Every year, hundreds of companies in Kenya shut down. One of the major reasons some companies close shop is the inability to meet their financial obligations to lenders.

Supermarket chains e.g. Uchumi and Nakumatt; fashion and clothing retail store Deacons East Africa; biscuit manufacturer Britania; and flower farm Karuturi Ltd, are some of the companies that have been placed under administration over debts.

When a company is insolvent, meaning it can’t pay its bills when they are due, it is placed under administration to try and salvage the business. But before a lender can seize a business, there are procedures to follow if a company fails to make payments.

Julie Mulindi, an associate at Gikera & Vadgama Advocates specializing in dispute resolution, says the first step a bank will take if a company fails to make payments is to impose interest, penalties or charges.

“If the business still fails to make payments, the bank may issue demand notices requiring the lender to repay the loan. If the company does not accede to the demands, the bank will report the default to the Credit Reference Bureau and/or engage lawyers to pursue recovery against the business and its assets if the loan was collateralised,” she says.

Julie notes the relationship between the bank and the company is contractual, therefore, based on that agreement, the bank can pursue several options to get its money back.

The first option is to sue the company and obtain a court order requiring it to repay the loan. Secondly, it can sell, possess, or lease the assets of the business that were given as collateral. Third, it can appoint an administrator to manage or take over the running of the company from its executives and work towards saving the business. If this does not work, the administrator can sell or liquidate the assets of the business and finally, enforce guarantees issued by directors or other third parties.

However, in a scenario where the business owner does not have collateral, the lender will have the right to sue and obtain an order to recover payments. However, Julie says “it is unlikely that a lender will not require additional securities such as personal guarantees from the owners of the business to lend against its cashflows.”

The bank or lender usually obtains a decree (court order) and follows laid down procedures to compel the business owner to repay the loan. If he does not have assets that can be recovered to repay the loan, the bank will issue a notice to the owner to explain why he should not be imprisoned for failing to settle the decree.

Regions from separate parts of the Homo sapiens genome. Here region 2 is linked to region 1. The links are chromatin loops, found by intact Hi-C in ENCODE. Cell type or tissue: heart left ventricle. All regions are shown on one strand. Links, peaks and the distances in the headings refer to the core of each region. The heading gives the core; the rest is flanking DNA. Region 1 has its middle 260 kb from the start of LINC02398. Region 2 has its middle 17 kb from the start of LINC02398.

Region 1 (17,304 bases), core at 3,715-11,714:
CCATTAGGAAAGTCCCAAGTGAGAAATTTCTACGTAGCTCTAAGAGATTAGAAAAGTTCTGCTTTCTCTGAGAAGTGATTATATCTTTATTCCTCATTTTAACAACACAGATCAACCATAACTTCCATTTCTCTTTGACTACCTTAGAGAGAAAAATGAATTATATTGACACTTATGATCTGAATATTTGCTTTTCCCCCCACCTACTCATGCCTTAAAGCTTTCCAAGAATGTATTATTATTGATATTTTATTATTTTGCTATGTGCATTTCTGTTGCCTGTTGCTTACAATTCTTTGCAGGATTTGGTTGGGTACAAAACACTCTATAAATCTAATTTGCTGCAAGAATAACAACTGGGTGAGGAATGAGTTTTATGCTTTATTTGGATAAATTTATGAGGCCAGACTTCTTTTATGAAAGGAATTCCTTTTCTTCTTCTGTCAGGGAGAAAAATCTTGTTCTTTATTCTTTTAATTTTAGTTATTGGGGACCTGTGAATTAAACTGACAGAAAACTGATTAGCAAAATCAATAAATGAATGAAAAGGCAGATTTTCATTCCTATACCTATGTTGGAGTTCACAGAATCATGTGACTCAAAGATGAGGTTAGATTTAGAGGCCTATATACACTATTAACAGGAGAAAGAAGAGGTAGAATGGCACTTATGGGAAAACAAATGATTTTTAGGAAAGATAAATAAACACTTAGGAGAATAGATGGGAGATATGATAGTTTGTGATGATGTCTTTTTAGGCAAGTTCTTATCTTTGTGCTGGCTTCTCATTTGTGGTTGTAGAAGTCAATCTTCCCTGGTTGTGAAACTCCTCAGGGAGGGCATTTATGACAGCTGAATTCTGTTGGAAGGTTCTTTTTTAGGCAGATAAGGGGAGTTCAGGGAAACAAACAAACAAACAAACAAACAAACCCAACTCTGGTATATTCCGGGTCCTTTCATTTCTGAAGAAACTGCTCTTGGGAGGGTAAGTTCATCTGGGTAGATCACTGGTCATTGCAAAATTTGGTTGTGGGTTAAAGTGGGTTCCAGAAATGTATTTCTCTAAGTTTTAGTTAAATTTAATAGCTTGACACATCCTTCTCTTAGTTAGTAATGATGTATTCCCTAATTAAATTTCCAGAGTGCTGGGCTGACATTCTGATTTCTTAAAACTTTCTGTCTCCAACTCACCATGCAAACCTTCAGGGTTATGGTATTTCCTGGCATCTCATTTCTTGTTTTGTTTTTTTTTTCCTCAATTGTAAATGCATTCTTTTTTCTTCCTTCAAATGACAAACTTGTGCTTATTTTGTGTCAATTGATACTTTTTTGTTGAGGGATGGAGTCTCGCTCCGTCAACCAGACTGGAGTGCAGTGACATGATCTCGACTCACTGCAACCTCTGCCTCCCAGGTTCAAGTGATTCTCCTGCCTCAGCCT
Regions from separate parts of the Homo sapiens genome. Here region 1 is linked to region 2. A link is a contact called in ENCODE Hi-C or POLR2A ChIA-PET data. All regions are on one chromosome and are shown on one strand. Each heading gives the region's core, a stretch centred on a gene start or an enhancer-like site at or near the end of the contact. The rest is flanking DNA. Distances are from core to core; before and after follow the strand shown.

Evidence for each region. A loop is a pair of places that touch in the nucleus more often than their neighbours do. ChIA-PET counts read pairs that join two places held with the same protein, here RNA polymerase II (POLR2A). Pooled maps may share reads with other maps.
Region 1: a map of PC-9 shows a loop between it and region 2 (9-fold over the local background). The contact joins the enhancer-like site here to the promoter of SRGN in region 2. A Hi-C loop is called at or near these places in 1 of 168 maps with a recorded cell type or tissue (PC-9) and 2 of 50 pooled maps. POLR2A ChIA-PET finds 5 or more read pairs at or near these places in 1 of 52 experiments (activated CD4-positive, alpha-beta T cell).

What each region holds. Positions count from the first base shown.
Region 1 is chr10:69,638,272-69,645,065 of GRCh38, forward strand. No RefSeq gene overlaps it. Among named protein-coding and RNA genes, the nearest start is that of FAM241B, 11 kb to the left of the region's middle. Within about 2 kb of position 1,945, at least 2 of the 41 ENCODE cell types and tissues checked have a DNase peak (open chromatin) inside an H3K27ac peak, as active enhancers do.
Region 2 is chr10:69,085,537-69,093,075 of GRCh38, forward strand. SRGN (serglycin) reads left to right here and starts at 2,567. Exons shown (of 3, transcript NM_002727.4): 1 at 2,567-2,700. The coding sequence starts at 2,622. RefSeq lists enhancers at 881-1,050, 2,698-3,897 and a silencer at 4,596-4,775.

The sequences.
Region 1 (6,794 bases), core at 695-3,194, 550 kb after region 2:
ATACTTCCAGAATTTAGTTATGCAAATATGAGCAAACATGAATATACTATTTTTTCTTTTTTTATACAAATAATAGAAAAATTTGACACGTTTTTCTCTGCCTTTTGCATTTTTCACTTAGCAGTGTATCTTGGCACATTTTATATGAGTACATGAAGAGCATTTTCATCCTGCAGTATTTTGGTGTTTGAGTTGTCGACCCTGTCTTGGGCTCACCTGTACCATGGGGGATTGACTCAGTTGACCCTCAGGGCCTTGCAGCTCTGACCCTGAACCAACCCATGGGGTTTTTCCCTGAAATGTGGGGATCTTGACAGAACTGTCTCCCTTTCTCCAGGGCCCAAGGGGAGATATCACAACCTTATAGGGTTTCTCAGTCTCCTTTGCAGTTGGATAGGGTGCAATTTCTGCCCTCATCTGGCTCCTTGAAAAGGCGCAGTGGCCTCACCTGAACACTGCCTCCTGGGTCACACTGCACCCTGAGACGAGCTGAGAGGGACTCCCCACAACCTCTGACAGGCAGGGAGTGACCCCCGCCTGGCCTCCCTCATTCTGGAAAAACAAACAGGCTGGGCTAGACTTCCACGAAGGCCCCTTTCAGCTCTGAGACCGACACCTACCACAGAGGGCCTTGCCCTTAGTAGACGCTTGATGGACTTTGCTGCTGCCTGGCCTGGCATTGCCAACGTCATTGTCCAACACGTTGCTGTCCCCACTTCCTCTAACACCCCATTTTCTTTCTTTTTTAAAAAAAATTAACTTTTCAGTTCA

“If the owner fails to attend court to explain this, the court will issue warrants for his arrest. Where the owner cannot provide a sufficient reason, the court will make an order that the owner be imprisoned for a period of no more than six months,” she says.

When a company enters into administration, the control of the company is passed to the appointed administrator who must hold a license to perform the role (be a licensed insolvency practitioner). They will then take over management from the directors or managers whose roles will be suspended. While under administration, directors/managers have a legal obligation to cooperate with the administrator and provide business accounts, records and any other information required.

Julie, however, says that going into administration is not always a bad thing, and it does not mean the end of the world for the company because the administrator’s job is to keep the company running as normal and try to get it back on track. In worst-case scenarios, liquidation may be the only thing to do.

 “If the administrator believes there is benefit in the business continuing to be run as a going concern, operations will continue. If there is no justification, they will sell the assets of the business that were given as security. If the security, constitutes a substantial part of the assets, the sale of the assets will likely lead to the closure of the business,” she says Julie.

In July this year, the High Court gave Stanbic Bank the go-ahead to auction Karuturi assets to recover a KSh1.6 billion debt. The flower farm was placed under receivership in 2014 after it failed to pay back the lender.

Uchumi supermarkets, a one-time retail giant in Kenya, was also placed under receivership in 2006 over a KSh3 billion debt.

Companies which have defaulted on their loans can only recover their business by repaying their loans. However, this right ceases to exist if the property is sold.